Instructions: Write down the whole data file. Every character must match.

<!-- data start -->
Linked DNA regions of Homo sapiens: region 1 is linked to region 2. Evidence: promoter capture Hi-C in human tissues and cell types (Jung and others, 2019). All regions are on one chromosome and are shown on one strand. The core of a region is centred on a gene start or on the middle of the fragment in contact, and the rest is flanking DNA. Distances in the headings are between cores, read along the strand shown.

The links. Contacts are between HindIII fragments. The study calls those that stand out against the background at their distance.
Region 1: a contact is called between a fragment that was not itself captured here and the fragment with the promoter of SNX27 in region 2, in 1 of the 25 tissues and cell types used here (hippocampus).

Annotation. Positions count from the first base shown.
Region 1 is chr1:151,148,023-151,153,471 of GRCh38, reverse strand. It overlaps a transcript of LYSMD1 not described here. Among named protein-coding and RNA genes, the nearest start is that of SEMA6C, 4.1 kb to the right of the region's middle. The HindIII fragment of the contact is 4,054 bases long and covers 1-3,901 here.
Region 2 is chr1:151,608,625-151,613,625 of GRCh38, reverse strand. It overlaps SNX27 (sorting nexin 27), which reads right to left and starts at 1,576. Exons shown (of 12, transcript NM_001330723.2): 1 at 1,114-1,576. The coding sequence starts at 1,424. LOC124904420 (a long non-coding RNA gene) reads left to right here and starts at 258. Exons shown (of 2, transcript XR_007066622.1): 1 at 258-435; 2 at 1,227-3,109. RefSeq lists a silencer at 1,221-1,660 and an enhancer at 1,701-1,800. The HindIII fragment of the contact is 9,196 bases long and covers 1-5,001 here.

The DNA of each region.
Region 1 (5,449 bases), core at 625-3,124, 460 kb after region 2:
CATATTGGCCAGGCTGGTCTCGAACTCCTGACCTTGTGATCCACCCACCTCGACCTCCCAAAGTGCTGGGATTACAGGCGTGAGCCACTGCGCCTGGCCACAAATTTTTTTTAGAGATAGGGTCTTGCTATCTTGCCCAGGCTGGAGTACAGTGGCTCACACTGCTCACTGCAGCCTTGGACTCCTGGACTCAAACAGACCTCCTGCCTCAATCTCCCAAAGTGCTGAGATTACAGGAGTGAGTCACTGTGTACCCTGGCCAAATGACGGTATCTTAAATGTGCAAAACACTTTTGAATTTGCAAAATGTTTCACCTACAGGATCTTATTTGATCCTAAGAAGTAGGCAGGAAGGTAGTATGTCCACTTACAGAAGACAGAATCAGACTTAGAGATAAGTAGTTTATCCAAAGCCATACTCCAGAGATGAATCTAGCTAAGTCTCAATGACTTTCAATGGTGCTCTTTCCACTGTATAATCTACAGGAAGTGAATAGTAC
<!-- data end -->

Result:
Linked DNA regions of Homo sapiens: region 1 is linked to region 2. Evidence: promoter capture Hi-C in human tissues and cell types (Jung and others, 2019). All regions are on one chromosome and are shown on one strand. The core of a region is centred on a gene start or on the middle of the fragment in contact, and the rest is flanking DNA. Distances in the headings are between cores, read along the strand shown.

The links. Contacts are between HindIII fragments. The study calls those that stand out against the background at their distance.
Region 1: a contact is called between a fragment that was not itself captured here and the fragment with the promoter of SNX27 in region 2, in 1 of the 25 tissues and cell types used here (hippocampus).

Annotation. Positions count from the first base shown.
Region 1 is chr1:151,148,023-151,153,471 of GRCh38, reverse strand. It overlaps a transcript of LYSMD1 not described here. Among named protein-coding and RNA genes, the nearest start is that of SEMA6C, 4.1 kb to the right of the region's middle. The HindIII fragment of the contact is 4,054 bases long and covers 1-3,901 here.
Region 2 is chr1:151,608,625-151,613,625 of GRCh38, reverse strand. It overlaps SNX27 (sorting nexin 27), which reads right to left and starts at 1,576. Exons shown (of 12, transcript NM_001330723.2): 1 at 1,114-1,576. The coding sequence starts at 1,424. LOC124904420 (a long non-coding RNA gene) reads left to right here and starts at 258. Exons shown (of 2, transcript XR_007066622.1): 1 at 258-435; 2 at 1,227-3,109. RefSeq lists a silencer at 1,221-1,660 and an enhancer at 1,701-1,800. The HindIII fragment of the contact is 9,196 bases long and covers 1-5,001 here.

The DNA of each region.
Region 1 (5,449 bases), core at 625-3,124, 460 kb after region 2:
CATATTGGCCAGGCTGGTCTCGAACTCCTGACCTTGTGATCCACCCACCTCGACCTCCCAAAGTGCTGGGATTACAGGCGTGAGCCACTGCGCCTGGCCACAAATTTTTTTTAGAGATAGGGTCTTGCTATCTTGCCCAGGCTGGAGTACAGTGGCTCACACTGCTCACTGCAGCCTTGGACTCCTGGACTCAAACAGACCTCCTGCCTCAATCTCCCAAAGTGCTGAGATTACAGGAGTGAGTCACTGTGTACCCTGGCCAAATGACGGTATCTTAAATGTGCAAAACACTTTTGAATTTGCAAAATGTTTCACCTACAGGATCTTATTTGATCCTAAGAAGTAGGCAGGAAGGTAGTATGTCCACTTACAGAAGACAGAATCAGACTTAGAGATAAGTAGTTTATCCAAAGCCATACTCCAGAGATGAATCTAGCTAAGTCTCAATGACTTTCAATGGTGCTCTTTCCACTGTATAATCTACAGGAAGTGAATAGTAC